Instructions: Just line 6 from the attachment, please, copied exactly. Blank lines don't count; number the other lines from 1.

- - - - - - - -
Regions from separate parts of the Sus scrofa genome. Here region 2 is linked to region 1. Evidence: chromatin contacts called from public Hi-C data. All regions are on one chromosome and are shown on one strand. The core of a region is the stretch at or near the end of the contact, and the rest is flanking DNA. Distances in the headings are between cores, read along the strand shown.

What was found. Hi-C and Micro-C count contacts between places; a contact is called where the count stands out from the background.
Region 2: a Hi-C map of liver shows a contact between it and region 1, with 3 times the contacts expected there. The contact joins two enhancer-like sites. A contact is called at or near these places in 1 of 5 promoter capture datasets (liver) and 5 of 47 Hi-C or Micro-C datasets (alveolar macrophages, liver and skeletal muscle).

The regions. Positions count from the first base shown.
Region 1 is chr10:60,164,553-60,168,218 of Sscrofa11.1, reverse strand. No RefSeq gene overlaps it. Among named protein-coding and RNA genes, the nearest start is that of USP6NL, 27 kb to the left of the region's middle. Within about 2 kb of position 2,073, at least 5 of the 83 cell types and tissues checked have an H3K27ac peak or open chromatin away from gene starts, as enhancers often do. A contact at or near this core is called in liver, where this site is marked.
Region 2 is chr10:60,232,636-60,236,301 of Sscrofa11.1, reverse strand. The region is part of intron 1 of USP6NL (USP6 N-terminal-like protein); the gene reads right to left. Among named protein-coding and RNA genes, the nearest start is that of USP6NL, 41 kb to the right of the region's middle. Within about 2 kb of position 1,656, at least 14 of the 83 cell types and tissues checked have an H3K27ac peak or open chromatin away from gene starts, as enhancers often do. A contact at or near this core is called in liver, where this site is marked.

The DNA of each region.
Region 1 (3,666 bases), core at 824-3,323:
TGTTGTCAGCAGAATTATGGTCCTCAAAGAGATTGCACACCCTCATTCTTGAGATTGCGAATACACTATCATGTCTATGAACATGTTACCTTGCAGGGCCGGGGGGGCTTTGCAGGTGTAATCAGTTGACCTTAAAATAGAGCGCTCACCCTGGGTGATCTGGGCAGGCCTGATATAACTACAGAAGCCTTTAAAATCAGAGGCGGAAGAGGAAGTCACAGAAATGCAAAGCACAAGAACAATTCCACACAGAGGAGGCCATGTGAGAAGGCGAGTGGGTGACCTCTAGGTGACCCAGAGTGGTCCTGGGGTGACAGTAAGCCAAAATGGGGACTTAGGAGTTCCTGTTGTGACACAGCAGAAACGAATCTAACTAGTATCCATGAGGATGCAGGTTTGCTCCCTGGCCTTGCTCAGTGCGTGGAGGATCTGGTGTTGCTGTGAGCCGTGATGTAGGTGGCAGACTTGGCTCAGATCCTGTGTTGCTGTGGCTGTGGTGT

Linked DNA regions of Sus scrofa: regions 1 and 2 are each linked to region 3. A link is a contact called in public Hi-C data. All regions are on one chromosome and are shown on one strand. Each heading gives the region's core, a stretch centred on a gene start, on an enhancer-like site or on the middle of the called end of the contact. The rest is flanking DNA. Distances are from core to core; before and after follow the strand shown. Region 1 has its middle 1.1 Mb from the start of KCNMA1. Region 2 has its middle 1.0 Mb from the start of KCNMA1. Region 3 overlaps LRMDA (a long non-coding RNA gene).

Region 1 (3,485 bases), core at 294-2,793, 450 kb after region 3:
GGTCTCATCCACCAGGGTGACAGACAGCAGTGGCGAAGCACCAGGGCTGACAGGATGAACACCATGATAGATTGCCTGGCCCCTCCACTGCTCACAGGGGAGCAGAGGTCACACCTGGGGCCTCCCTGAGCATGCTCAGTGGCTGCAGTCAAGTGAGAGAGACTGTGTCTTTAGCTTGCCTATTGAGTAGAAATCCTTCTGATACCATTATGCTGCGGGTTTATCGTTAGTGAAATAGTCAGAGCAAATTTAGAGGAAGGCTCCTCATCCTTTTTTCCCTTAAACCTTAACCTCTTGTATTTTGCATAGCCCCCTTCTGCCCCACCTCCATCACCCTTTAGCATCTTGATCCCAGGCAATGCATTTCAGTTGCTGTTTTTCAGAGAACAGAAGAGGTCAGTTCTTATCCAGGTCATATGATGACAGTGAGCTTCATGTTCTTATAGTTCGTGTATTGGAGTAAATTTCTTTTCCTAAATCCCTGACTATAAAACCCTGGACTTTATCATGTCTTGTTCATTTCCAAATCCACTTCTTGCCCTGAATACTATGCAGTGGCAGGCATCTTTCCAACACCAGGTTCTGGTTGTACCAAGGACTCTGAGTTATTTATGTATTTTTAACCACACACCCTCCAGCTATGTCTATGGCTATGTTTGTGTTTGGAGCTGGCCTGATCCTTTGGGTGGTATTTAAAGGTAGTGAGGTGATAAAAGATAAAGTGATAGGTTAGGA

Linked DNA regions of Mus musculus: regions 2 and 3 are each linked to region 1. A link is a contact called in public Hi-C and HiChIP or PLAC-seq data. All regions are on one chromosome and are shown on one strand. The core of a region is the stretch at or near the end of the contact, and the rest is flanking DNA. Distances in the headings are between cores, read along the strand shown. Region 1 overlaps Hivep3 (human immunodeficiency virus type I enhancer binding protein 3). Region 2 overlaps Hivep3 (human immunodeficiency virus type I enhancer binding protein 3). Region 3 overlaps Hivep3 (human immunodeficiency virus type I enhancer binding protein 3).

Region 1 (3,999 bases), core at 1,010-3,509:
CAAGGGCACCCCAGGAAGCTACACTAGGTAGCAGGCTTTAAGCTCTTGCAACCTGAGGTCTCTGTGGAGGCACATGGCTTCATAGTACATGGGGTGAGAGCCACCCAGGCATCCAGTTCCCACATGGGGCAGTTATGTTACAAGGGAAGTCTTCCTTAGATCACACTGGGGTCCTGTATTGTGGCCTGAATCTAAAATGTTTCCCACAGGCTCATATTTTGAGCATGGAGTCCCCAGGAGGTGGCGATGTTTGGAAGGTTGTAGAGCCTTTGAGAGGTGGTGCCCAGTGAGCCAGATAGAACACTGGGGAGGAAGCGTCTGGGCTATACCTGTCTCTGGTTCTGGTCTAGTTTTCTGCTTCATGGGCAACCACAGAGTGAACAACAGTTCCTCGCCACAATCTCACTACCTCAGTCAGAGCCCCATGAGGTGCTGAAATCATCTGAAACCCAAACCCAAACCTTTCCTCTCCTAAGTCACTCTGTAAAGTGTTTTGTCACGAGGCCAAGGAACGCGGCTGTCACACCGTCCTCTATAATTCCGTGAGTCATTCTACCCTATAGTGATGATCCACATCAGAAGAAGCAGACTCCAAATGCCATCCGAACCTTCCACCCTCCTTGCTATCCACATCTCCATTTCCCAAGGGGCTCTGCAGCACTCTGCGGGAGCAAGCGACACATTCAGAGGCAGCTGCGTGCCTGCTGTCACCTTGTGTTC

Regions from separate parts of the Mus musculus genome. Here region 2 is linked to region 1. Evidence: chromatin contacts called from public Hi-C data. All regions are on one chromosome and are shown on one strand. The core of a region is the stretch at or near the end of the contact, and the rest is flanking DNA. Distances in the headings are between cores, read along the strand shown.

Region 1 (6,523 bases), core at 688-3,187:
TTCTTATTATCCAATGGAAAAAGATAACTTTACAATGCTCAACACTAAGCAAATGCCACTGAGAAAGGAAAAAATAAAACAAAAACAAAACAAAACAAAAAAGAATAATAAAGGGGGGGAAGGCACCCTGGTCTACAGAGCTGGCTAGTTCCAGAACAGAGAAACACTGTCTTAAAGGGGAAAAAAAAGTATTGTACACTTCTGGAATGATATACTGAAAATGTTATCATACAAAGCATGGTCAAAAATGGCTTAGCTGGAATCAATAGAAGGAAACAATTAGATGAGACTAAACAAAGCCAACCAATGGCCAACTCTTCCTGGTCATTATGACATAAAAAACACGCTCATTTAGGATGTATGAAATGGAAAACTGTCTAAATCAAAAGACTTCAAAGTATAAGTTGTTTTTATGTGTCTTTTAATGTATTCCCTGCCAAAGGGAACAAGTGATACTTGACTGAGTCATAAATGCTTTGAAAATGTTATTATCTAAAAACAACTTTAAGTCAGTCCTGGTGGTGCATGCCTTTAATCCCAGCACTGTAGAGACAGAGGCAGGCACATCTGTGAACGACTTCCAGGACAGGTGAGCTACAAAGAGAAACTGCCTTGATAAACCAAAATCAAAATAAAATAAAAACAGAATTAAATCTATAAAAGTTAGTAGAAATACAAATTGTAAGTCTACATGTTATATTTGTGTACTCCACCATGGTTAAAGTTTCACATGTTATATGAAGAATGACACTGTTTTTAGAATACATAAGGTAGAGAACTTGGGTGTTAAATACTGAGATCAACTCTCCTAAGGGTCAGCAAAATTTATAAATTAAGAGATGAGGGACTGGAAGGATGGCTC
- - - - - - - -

Region 2 is chr10:60,232,636-60,236,301 of Sscrofa11.1, reverse strand. The region is part of intron 1 of USP6NL (USP6 N-terminal-like protein); the gene reads right to left. Among named protein-coding and RNA genes, the nearest start is that of USP6NL, 41 kb to the right of the region's middle. Within about 2 kb of position 1,656, at least 14 of the 83 cell types and tissues checked have an H3K27ac peak or open chromatin away from gene starts, as enhancers often do. A contact at or near this core is called in liver, where this site is marked.